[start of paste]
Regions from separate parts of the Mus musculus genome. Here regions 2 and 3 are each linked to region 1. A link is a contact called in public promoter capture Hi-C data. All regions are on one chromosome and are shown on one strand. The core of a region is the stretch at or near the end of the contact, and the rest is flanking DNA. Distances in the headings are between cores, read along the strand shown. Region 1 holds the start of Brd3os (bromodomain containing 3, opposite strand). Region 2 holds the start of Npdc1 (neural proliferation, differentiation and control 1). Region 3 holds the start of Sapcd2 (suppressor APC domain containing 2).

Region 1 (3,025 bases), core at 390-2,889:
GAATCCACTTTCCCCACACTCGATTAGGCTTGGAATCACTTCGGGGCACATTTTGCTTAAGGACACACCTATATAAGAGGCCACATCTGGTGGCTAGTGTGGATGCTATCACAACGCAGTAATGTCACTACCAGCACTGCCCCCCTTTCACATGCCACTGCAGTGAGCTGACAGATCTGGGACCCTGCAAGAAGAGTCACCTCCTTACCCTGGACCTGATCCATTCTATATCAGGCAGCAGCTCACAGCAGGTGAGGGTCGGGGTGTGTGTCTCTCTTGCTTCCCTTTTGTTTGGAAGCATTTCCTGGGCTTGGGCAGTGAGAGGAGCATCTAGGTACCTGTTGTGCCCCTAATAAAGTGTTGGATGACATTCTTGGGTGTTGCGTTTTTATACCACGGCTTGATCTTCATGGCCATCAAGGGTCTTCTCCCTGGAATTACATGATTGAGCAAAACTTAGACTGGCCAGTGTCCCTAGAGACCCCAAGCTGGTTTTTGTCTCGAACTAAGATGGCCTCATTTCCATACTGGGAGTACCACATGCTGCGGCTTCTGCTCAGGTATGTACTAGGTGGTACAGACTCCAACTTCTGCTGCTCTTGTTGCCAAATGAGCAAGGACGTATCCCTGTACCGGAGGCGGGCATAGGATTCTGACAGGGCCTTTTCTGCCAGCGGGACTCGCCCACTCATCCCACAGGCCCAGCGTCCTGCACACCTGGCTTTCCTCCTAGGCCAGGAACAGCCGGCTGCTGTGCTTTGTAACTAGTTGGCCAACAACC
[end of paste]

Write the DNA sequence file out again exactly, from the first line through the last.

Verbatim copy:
Regions from separate parts of the Mus musculus genome. Here regions 2 and 3 are each linked to region 1. A link is a contact called in public promoter capture Hi-C data. All regions are on one chromosome and are shown on one strand. The core of a region is the stretch at or near the end of the contact, and the rest is flanking DNA. Distances in the headings are between cores, read along the strand shown. Region 1 holds the start of Brd3os (bromodomain containing 3, opposite strand). Region 2 holds the start of Npdc1 (neural proliferation, differentiation and control 1). Region 3 holds the start of Sapcd2 (suppressor APC domain containing 2).

Region 1 (3,025 bases), core at 390-2,889:
GAATCCACTTTCCCCACACTCGATTAGGCTTGGAATCACTTCGGGGCACATTTTGCTTAAGGACACACCTATATAAGAGGCCACATCTGGTGGCTAGTGTGGATGCTATCACAACGCAGTAATGTCACTACCAGCACTGCCCCCCTTTCACATGCCACTGCAGTGAGCTGACAGATCTGGGACCCTGCAAGAAGAGTCACCTCCTTACCCTGGACCTGATCCATTCTATATCAGGCAGCAGCTCACAGCAGGTGAGGGTCGGGGTGTGTGTCTCTCTTGCTTCCCTTTTGTTTGGAAGCATTTCCTGGGCTTGGGCAGTGAGAGGAGCATCTAGGTACCTGTTGTGCCCCTAATAAAGTGTTGGATGACATTCTTGGGTGTTGCGTTTTTATACCACGGCTTGATCTTCATGGCCATCAAGGGTCTTCTCCCTGGAATTACATGATTGAGCAAAACTTAGACTGGCCAGTGTCCCTAGAGACCCCAAGCTGGTTTTTGTCTCGAACTAAGATGGCCTCATTTCCATACTGGGAGTACCACATGCTGCGGCTTCTGCTCAGGTATGTACTAGGTGGTACAGACTCCAACTTCTGCTGCTCTTGTTGCCAAATGAGCAAGGACGTATCCCTGTACCGGAGGCGGGCATAGGATTCTGACAGGGCCTTTTCTGCCAGCGGGACTCGCCCACTCATCCCACAGGCCCAGCGTCCTGCACACCTGGCTTTCCTCCTAGGCCAGGAACAGCCGGCTGCTGTGCTTTGTAACTAGTTGGCCAACAACC